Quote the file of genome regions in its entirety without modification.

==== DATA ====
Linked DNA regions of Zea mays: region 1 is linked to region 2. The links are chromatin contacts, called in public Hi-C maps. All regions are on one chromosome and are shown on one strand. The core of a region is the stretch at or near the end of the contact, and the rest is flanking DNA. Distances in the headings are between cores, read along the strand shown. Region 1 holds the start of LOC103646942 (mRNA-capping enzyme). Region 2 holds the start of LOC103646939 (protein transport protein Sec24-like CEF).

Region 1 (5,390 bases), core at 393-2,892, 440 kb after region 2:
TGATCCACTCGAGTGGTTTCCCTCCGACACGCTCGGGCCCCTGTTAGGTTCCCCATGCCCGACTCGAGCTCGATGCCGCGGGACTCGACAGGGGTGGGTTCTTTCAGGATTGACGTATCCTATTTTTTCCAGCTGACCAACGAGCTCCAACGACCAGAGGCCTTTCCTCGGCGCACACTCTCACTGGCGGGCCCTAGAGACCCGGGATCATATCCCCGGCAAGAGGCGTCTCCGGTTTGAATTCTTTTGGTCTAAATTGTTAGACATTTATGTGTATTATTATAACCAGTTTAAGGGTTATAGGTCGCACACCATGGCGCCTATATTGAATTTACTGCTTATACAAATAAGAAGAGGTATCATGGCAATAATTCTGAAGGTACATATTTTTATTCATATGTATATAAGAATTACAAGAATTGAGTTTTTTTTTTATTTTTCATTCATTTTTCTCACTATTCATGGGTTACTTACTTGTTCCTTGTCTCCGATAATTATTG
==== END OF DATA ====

Linked DNA regions of Zea mays: region 1 is linked to region 2. The links are chromatin contacts, called in public Hi-C maps. All regions are on one chromosome and are shown on one strand. The core of a region is the stretch at or near the end of the contact, and the rest is flanking DNA. Distances in the headings are between cores, read along the strand shown. Region 1 holds the start of LOC103646942 (mRNA-capping enzyme). Region 2 holds the start of LOC103646939 (protein transport protein Sec24-like CEF).

Region 1 (5,390 bases), core at 393-2,892, 440 kb after region 2:
TGATCCACTCGAGTGGTTTCCCTCCGACACGCTCGGGCCCCTGTTAGGTTCCCCATGCCCGACTCGAGCTCGATGCCGCGGGACTCGACAGGGGTGGGTTCTTTCAGGATTGACGTATCCTATTTTTTCCAGCTGACCAACGAGCTCCAACGACCAGAGGCCTTTCCTCGGCGCACACTCTCACTGGCGGGCCCTAGAGACCCGGGATCATATCCCCGGCAAGAGGCGTCTCCGGTTTGAATTCTTTTGGTCTAAATTGTTAGACATTTATGTGTATTATTATAACCAGTTTAAGGGTTATAGGTCGCACACCATGGCGCCTATATTGAATTTACTGCTTATACAAATAAGAAGAGGTATCATGGCAATAATTCTGAAGGTACATATTTTTATTCATATGTATATAAGAATTACAAGAATTGAGTTTTTTTTTTATTTTTCATTCATTTTTCTCACTATTCATGGGTTACTTACTTGTTCCTTGTCTCCGATAATTATTG